Pfizer to Give Away Viagra for Free to Unemployed
But that gesture only if you are in the US, and only for a year.
Pfizer, the pharma giant, touted it as an innovative program to help eligible unemployed Americans and their families who have lost their health insurance maintain access to their Pfizer medicines.
More than 70 Pfizer primary care medicines will be available through the program.
The drugs covered include several diabetes drugs and some of Pfizer's top money makers, from cholesterol fighter Lipitor and painkiller Celebrex to fibromyalgia treatment Lyrica.
The list includes drugs from several other popular classes, including antibiotics, antidepressants, antifungal treatments, several heart drugs, contraceptives and smoking cessation products. Cheaper generic versions are available for quite a few of the drugs.
"We all know people who have been laid off recently and have lost their health insurance, making it difficult for them to pay for health care," said Dr. Jorge Puente, Pfizer's regional president of Worldwide Pharmaceuticals, a leading champion of the initiative, named MAINTAIN (Medicines Assistance for Those who Are in Need).
"We thought there must be some way we could help recently unemployed people who are taking Pfizer medicines to continue treatment during these challenging economic times."
The program, which applies regardless of prior family income, will be open for enrollment through December 31, 2009 and applies to eligible Americans who have become unemployed since January 1, 2009. It is designed to help recently unemployed Americans and their families who have lost their insurance and who are taking Pfizer medicines to continue treatment for free for up to one year. Nearly 46 million Americans lack health insurance coverage, and that number is increasing as unemployment rates reach their highest levels in 25 years, said a company press release.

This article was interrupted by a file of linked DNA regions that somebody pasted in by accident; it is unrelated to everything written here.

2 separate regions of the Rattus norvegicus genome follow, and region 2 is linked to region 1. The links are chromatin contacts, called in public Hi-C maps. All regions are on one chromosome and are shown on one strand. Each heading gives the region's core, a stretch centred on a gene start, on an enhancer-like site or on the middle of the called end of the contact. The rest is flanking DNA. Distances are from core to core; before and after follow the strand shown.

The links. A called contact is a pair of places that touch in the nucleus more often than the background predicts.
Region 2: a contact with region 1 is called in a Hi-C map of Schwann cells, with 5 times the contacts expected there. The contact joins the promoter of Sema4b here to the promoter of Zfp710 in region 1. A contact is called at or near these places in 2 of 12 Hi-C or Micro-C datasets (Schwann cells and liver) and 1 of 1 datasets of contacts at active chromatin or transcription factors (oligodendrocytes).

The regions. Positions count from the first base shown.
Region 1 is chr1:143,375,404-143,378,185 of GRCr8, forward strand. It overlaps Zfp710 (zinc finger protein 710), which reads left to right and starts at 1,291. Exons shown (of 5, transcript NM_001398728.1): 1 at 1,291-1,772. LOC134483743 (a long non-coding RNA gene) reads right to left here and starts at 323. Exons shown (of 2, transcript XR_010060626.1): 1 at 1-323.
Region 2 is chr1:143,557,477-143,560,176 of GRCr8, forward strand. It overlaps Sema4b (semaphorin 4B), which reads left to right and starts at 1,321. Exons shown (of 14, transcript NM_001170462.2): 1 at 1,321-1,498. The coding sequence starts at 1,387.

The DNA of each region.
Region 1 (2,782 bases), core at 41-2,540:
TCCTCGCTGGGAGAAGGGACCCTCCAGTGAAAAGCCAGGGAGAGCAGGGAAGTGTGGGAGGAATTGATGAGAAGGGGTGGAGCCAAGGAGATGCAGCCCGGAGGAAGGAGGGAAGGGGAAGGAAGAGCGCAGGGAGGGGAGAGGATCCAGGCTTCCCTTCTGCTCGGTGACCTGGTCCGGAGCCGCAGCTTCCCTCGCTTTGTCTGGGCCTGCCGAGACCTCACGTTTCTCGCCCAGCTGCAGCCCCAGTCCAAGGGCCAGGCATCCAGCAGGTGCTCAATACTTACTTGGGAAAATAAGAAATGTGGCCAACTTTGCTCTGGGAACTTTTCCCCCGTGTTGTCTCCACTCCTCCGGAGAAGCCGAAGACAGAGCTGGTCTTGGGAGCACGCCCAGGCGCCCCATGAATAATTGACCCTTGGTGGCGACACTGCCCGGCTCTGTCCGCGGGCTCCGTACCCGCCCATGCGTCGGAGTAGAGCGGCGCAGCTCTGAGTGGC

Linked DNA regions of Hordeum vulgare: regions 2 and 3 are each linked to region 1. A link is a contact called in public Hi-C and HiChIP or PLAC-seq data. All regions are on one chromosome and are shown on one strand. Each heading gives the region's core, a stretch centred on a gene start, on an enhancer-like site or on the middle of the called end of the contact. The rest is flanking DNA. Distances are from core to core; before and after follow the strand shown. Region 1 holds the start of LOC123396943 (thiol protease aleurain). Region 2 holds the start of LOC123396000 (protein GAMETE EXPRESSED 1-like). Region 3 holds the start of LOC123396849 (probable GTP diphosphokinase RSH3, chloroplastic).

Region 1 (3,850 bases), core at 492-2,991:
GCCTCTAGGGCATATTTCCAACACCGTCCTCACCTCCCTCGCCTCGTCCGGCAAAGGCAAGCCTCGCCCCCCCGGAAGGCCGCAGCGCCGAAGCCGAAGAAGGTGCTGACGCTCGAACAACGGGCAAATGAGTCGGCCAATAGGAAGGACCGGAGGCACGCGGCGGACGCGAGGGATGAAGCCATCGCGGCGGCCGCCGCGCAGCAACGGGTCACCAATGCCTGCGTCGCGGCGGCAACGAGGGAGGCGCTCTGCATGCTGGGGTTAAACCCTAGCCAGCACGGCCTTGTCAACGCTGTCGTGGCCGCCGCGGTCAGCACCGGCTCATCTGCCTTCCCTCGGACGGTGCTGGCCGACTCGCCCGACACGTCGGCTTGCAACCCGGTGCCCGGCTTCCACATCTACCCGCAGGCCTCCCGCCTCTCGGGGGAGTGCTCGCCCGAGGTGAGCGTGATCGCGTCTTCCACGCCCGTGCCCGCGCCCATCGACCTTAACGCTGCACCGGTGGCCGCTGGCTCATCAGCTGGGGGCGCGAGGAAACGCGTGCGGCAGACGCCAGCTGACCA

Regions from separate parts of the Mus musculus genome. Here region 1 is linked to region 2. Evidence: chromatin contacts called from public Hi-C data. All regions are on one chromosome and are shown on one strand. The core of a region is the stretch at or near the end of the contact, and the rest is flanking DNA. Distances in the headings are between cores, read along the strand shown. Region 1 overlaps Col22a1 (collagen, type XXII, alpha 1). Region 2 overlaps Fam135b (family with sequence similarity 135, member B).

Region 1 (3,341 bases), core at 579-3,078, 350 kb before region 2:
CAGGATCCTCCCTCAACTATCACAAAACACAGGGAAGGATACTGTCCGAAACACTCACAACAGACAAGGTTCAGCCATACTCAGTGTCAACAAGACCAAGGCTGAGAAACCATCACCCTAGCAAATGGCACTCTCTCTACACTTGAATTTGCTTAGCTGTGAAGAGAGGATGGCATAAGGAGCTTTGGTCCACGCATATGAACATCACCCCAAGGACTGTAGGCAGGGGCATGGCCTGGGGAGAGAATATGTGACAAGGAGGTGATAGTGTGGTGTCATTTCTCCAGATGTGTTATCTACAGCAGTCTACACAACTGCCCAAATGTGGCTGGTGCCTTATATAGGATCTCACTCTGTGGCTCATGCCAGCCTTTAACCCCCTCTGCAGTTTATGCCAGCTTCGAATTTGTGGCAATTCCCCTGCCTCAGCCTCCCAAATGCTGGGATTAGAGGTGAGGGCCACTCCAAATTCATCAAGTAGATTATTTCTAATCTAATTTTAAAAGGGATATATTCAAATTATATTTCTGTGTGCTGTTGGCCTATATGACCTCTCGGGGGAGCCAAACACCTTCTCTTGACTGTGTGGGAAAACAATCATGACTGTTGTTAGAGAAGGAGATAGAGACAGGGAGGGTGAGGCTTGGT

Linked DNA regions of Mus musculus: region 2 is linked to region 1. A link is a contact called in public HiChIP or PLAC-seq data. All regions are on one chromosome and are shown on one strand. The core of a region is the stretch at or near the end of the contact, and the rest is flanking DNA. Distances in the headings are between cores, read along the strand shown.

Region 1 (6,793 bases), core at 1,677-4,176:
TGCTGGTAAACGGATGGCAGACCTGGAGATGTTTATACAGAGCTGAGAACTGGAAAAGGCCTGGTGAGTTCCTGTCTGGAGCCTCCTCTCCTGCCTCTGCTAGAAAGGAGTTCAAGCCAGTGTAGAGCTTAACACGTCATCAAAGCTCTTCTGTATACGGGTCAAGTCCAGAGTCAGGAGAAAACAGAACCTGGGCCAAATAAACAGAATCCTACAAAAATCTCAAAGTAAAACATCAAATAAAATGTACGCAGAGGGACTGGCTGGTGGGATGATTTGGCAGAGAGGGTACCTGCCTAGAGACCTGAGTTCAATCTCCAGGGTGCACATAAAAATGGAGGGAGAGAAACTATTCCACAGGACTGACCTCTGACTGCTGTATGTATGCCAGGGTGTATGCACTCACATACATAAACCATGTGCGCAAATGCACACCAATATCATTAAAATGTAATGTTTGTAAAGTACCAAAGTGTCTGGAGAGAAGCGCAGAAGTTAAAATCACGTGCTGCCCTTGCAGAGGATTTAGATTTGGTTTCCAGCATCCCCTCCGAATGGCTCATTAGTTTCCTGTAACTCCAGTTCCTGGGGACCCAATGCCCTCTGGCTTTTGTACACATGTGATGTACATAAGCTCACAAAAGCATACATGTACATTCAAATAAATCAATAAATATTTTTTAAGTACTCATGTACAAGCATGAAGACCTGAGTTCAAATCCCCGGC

Pfizer employees proposed the idea of MAINTAIN to the company's senior leadership team just within the last month. Pfizer employees also asked to be able to do their part by donating their own money to the program, and the Pfizer Foundation will match their donations.
"The current economic environment has added considerable new stress to the daily life of millions of hard-working Americans, and our colleagues are responding to help their neighbors in the communities where they reside," said Jeffrey B. Kindler, chairman and chief executive officer of Pfizer. "The speed with which we created and approved this program is proof of our commitment to help people access the medicines they need to live healthier lives. With the launch of this initiative, which I am proud to say was proposed by our colleagues, we are doing what we can to ensure that recent loss of employment does not preclude people from managing their health."
Eligibility requirements of the new program include:
Loss of employment since January 1, 2009
Prescribed and taking a Pfizer medicine for at least 3 months prior to becoming unemployed and enrolling in the program
Lack of prescription drug coverage
Can attest to financial hardship
People who qualify will receive their Pfizer medicines for free for up to 12 months or until they become re-insured (whichever comes first).
Pfizer said that from 2004 through 2008, its patient assistance programs helped 5.1 million people get 51 million Pfizer prescriptions for free or at reduced cost, with a total value of $4.8 billion.
To make it easy for people to apply, the program will be integrated into Pfizer's existing family of patient assistance programs called Pfizer Helpful Answers®. A single point of entry makes it easy to get help.
The new program will be fully operational on July 1, 2009.